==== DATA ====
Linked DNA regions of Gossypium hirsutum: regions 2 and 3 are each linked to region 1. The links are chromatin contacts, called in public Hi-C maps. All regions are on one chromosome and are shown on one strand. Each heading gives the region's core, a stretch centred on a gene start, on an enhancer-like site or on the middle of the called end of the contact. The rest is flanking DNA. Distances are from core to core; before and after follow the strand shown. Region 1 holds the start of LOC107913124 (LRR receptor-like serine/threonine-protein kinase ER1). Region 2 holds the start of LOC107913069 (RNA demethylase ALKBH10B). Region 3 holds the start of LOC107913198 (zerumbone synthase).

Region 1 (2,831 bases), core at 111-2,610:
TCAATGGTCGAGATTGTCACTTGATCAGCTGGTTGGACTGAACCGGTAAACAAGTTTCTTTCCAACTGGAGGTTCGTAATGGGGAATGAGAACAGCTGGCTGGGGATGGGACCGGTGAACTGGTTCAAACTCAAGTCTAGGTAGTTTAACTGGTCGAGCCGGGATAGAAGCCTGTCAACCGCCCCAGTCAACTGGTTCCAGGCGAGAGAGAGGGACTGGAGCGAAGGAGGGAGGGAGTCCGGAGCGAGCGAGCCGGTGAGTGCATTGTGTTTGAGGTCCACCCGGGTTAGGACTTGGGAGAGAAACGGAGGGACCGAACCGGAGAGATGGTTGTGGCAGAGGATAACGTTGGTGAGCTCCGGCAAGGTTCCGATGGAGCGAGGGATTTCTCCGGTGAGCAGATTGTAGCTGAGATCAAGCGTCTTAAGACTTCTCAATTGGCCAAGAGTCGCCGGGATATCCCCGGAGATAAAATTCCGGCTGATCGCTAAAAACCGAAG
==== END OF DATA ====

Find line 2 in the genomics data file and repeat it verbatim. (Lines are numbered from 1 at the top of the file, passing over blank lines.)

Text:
Region 1 (2,831 bases), core at 111-2,610: